Responsibilities & Duties of a Shipping Manager

By Kristi Meyer; Updated July 05, 2017
Business Colleagues Working At Desk In Warehouse
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A shipping manager, also sometimes called a warehouse manager or a shipping and receiving manager, is responsible for the people and resources of a shipping warehouse. In a small facility, she might have many hands-on duties, such as loading and unloading trucks, picking orders and completing housekeeping tasks. Generally, though, the title of shipping manager is reserved for individuals running a large shipping facility. That manager's focus is more strategic; she facilitates personnel management, operational management and interdepartmental communication.

People Management

The size of a shipping manger's staff varies depending on the size of the warehouse and the organization he works for. The larger the operation, the more staff and responsibility the manager will probably have. He usually has some hand in hiring new employees; he may manage the entire process himself, or he may give input to an HR or recruiting manager who oversees the process. The shipping manager is accountable for training all new employees, though he may use supervisors and senior employees to carry out the day-to-day training. Staff delegation, safety oversight and personnel motivation are a large part of the shipping manager's duties. He needs to instill productivity, urgency, conscientiousness, compliance and teamwork in his staff so goods are efficiently and accurately received, pulled and shipped from his warehouse. Additionally, the shipping manager acts as a mediator when there is conflict among shipping department associates, and he is responsible for disciplining or firing lagging employees.

Operational Management

The shipping manager is ultimately responsible for ensuring smooth-running operations in the warehouse, on the loading dock, and within the logistics office. She works in conjunction with the shipping staff and supervisors to make sure work gets done. She makes decisions about picking, auditing and shipping procedures and time lines in order to build productivity and accuracy. She also sets personnel schedules to cover sometimes long operating hours. In this business, it is not uncommon for warehouses to run 24 hours a day. The shipping manager may additionally maintain inventory levels, oversee housekeeping and safety within the department, and complete paperwork detailing production and audit results. She may have to monitor her staff's productivity closely to ensure goals and quotas are attained.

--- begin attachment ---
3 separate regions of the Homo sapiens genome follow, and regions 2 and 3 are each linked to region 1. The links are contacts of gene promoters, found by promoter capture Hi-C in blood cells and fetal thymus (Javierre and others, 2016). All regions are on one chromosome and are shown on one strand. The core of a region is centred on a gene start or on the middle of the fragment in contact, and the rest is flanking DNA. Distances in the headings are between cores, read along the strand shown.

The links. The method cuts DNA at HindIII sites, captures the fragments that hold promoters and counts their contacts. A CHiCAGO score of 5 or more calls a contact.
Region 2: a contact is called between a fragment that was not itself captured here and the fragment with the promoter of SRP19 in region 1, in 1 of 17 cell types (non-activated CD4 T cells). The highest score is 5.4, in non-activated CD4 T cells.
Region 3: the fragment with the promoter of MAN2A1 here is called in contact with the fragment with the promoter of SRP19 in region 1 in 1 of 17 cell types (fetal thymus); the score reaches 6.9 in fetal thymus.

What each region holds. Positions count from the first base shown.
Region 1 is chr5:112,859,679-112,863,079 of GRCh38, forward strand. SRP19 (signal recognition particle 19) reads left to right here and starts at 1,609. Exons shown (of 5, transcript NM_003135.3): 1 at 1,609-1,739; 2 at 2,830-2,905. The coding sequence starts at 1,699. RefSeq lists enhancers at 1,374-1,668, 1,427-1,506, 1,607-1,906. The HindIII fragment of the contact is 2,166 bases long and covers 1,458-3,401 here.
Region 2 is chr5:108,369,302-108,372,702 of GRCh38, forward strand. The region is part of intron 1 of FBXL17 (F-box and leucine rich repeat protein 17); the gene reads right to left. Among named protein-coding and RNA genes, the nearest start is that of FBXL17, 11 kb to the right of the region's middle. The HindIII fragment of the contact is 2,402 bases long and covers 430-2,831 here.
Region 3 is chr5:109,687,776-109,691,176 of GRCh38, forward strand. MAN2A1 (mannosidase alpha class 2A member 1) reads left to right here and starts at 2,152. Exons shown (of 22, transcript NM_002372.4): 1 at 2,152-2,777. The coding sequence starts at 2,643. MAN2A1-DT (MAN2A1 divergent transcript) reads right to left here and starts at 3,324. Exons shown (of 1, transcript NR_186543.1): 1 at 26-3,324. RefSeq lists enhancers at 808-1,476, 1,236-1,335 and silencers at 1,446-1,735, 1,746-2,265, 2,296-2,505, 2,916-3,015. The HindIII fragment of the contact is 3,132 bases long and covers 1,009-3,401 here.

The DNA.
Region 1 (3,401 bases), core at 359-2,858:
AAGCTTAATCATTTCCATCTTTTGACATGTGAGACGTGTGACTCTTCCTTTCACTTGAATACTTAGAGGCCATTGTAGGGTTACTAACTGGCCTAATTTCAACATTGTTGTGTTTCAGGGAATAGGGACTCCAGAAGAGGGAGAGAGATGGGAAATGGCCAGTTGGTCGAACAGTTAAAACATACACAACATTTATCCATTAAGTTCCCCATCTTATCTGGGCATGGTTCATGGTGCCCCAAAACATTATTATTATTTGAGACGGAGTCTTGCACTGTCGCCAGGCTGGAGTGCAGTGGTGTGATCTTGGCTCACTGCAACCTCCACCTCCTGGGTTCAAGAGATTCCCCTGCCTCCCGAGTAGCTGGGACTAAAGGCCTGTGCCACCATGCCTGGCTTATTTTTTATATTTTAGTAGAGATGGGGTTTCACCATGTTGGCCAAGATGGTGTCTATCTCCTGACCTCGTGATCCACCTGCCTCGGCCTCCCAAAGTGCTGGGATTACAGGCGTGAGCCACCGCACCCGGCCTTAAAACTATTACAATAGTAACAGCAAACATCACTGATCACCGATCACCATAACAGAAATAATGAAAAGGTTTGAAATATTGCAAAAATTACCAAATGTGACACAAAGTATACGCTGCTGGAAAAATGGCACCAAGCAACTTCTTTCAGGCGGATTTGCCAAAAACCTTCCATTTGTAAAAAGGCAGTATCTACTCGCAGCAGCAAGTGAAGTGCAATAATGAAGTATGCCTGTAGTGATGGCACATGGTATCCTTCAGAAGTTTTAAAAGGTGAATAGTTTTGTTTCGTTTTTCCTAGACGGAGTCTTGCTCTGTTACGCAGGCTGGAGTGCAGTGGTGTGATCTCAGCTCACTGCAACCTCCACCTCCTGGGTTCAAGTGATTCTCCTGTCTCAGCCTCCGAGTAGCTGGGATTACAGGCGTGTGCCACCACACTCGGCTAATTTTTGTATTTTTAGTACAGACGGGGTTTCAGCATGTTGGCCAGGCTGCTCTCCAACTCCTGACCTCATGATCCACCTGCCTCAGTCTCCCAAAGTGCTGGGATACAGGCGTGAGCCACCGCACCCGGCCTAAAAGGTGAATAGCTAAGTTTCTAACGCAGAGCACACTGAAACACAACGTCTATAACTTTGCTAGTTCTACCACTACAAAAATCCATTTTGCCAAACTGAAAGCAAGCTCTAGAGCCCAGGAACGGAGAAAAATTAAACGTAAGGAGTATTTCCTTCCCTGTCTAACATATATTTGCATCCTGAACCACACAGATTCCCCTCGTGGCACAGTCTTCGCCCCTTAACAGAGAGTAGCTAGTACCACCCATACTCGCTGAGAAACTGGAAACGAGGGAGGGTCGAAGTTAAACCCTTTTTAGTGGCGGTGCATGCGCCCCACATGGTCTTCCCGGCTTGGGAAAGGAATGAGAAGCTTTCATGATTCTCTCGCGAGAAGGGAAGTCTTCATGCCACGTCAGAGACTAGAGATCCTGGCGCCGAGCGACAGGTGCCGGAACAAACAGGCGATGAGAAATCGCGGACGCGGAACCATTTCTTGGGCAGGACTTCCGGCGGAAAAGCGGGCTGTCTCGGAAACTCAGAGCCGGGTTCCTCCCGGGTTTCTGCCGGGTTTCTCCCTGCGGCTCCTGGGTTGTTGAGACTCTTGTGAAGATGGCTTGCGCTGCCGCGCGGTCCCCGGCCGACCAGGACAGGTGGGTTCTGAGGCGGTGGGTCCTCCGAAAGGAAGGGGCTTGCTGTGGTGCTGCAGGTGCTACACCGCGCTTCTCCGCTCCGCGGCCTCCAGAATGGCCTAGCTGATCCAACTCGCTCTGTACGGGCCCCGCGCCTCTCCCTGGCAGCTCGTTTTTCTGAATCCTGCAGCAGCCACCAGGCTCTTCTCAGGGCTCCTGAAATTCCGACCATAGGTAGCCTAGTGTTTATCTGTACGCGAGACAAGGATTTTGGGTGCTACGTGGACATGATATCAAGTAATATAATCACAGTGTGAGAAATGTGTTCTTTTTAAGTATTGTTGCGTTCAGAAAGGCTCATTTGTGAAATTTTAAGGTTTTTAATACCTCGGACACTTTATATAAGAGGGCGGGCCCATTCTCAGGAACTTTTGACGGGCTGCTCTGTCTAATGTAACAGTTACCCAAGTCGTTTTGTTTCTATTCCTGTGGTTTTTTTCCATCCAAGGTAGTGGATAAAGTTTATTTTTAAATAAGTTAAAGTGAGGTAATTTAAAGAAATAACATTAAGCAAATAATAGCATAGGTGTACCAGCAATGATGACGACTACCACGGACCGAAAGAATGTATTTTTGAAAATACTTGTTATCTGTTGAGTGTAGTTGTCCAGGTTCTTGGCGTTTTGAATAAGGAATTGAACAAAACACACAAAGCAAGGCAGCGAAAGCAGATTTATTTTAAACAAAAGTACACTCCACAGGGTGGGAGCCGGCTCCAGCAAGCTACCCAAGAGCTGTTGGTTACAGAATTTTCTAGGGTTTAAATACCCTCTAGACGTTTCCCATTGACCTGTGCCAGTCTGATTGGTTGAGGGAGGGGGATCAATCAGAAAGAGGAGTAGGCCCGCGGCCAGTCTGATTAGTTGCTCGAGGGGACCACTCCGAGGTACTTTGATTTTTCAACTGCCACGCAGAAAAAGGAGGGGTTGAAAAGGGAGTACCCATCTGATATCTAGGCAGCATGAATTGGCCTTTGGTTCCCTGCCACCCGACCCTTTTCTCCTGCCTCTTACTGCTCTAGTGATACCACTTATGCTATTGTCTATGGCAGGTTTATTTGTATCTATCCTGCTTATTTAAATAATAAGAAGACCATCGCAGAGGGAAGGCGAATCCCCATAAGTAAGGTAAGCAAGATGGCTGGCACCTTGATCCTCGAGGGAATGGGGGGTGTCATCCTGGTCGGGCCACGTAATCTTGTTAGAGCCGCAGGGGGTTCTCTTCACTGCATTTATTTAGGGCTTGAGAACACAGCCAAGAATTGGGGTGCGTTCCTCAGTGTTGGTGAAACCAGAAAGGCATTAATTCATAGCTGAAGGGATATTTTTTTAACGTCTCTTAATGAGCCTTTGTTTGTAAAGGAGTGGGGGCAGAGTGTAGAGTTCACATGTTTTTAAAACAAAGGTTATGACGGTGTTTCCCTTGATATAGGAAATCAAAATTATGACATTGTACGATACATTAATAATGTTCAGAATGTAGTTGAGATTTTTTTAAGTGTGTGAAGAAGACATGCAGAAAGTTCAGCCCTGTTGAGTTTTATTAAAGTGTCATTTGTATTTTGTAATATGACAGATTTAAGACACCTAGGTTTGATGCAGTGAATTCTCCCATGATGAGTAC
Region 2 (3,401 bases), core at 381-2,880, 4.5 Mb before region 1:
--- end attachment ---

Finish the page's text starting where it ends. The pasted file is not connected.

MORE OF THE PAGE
Interdepartmental Communication

As the leader of the shipping/receiving department, it is the responsibility of the shipping manager to keep lines of communication open with all the other departments within the organization. He works in conjunction with customer service, for instance, to resolve customer complaints; he works alongside accounting to ensure proper billing for expedited shipping or special pricing; and he works with purchasing/procurement to sustain proper warehouse inventory levels. Additionally, the shipping manager attends management meetings to discuss the success and direction of the organization with the other leaders. He is the voice for his department, and he may have to assert himself at times to ensure his team has the training and resources they need to be successful.

About the Author

A professional writer since 2003, Kristi Meyer has worked in the management consulting field since 1997. She authors Las Vegas travel reviews and articles for Wizardofvegas.com and travel tip articles for various websites. Meyer holds a Bachelor of Arts in English from the University of South Florida.